Screening for Hypertension in Children and Adolescents to Prevent Cardiovascular Disease
ABSTRACT The prevalence of hypertension is increasing in children, and may persist into adulthood. This systematic review was conducted for the US Preventive Services Task Force recommendation on the effectiveness of screening asymptomatic children and adolescents for hypertension in order to prevent cardiovascular disease.
Eligible studies were identified from Medline and the Cochrane Library (through July 2012). We included trials and controlled observational studies in asymptomatic children and adolescents on the effectiveness and harms of screening and treatment, as well as accuracy of blood pressure measurement. One author extracted study characteristics and results, which were checked for accuracy by a second author.
No studies evaluated the effects of screening for hypertension on health outcomes. Two studies of screening tests for elevated blood pressure reported moderate sensitivities (0.65, 0.72) and specificities (0.75, 0.92). Sensitivities and specificities of child hypertension for the later presence of adult hypertension (7 studies) were wide ranging (0-0.63 and 0.77-1.0, respectively), and associations between child hypertension and carotid intima media thickening and proteinuria in young adults (3 studies) were inconsistent. Seven studies reported that drug interventions effectively lowered blood pressure in adolescents over short follow-up periods. No serious treatment-related adverse effects were reported.
There is no direct evidence that screening for hypertension in children and adolescents reduces adverse cardiovascular outcomes in adults. Additional studies are needed to improve diagnosis and risk stratification of children with elevated blood pressure and to quantify risks and benefits of interventions.
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ABSTRACT: AbstractObjective In adults with arterial hypertension, measuring arterial stiffness by pulse wave velocity (PWV) can determine the extent of cardiovascular subclinical organ damage. PWV has independent predictive value for cardiovascular events, but there are currently no recommendations for measuring PWV in children. In addition, central systolic blood pressure (cSBP) strongly reflects vascular changes. The aim of this study was to establish percentiles for cSBP and PWV in children and adolescents to evaluate and classify altered vascular function in youths. Methods and Results We measured PWV and cSBP with an oscillometric device with inbuilt ARCSolver-algorithm (estimated by using the brachial waveform) and calculated smoothed reference percentiles for 1445 children and young adults (49.5% female;13.41±2.80 years, range 8-22 years; PWV 4.67±0.34 m/s; cSBP 100.7±8.9 mmHg) using the LMS-method based on age and height. PWV and cSBP increased with age and height, but slightly differently for girls and boys, possibly reflecting different growth patterns. Between 8-21 years, PWV increased from 4.29±0.32 to 4.98±0.33 m/s in girls and from 4.27±0.18 to 5.22±0.46 m/s in boys; while, girls showed a minor increase in cSBP (91.2±7.5 to 109.1±8.6 mmHg). The cSBP in boys ranged from 90.0±5.8 to 110.5±9.6 mmHg with a more pronounced increase between 14-17 years. Conclusion These percentiles for PWV and cSBP can help define arterial stiffness in youths and contribute to risk stratification for cardiovascular disease. For example, in children with prehypertension or isolated systolic hypertension, PWV and cSBP can provide additional information about the function of the vascular system, thereby strengthening intervention strategies.Atherosclerosis 01/2015; 238(1-1):9-16. DOI:10.1016/j.atherosclerosis.2014.11.005 · 3.97 Impact Factor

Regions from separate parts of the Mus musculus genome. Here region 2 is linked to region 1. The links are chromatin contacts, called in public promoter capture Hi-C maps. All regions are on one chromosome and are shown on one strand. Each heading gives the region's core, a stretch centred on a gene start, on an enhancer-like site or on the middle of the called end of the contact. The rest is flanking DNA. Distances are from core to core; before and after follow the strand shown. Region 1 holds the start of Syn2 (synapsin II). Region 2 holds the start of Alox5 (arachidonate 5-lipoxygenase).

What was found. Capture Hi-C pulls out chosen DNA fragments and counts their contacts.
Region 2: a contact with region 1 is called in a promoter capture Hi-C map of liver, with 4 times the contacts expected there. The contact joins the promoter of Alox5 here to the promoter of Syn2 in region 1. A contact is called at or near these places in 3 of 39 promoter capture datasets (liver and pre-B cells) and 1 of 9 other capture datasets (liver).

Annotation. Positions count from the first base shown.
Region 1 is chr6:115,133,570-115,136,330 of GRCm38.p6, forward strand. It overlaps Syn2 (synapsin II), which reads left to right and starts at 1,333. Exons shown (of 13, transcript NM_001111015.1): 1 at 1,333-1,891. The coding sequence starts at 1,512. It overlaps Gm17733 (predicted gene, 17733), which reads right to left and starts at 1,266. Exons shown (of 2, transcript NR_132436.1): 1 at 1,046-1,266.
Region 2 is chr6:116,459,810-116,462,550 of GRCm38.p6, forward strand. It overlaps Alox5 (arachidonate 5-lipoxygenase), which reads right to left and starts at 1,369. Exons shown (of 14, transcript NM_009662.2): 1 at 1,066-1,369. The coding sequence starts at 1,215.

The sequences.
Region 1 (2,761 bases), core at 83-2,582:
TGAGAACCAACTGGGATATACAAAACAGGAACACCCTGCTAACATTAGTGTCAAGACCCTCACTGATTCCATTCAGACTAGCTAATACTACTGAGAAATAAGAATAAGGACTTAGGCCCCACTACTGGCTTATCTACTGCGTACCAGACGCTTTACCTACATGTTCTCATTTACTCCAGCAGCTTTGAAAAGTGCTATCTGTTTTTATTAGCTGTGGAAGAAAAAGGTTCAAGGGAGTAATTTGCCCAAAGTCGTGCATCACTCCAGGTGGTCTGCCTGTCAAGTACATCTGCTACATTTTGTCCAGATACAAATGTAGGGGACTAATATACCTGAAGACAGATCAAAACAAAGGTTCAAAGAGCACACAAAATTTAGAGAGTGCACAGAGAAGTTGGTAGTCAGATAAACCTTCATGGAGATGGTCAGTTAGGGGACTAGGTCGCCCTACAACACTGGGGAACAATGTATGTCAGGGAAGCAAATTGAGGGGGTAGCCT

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ABSTRACT: Importance: Several studies have reported high prevalence of risk factors for cardiovascular disease in adolescents. Objectives: To perform: i) systematically review the literature on the prevalence of high blood pressure (HBP) in adolescents; ii) analyse the possible methodological factors associated with HBP; and iii) compare the prevalence between developed and developing countries. Data Sources: We revised 10 electronic databases up to August 11st, 2013. Review Methods: Only original articles using international diagnosis of HBP were considered. The pooled prevalence's of HBP were estimated by random effects. Metaregression analysis was used to identify the sources of heterogeneity across studies. Results: Fifty-five studies met the inclusion criteria and total of 122,053 adolescents included. The pooled-prevalence of HBP was 11.2%; 13% for boys and 9.6% for girls (p<0.01). Method of measurement of BP and year in which the survey was conducted were associated with heterogeneity in the estimates of HBP among boys. Conclusion: The data indicate that HBP is higher among boys than girls, and that the method of measurement plays an important role in the overall heterogeneity of HBP value distributions, particularly in boys.Medicine 10/2014; DOI:10.1097/MD.0000000000000232 · 4.87 Impact Factor
Journal of Clinical Hypertension 11/2014; DOI:10.1111/jch.12444 · 2.96 Impact Factor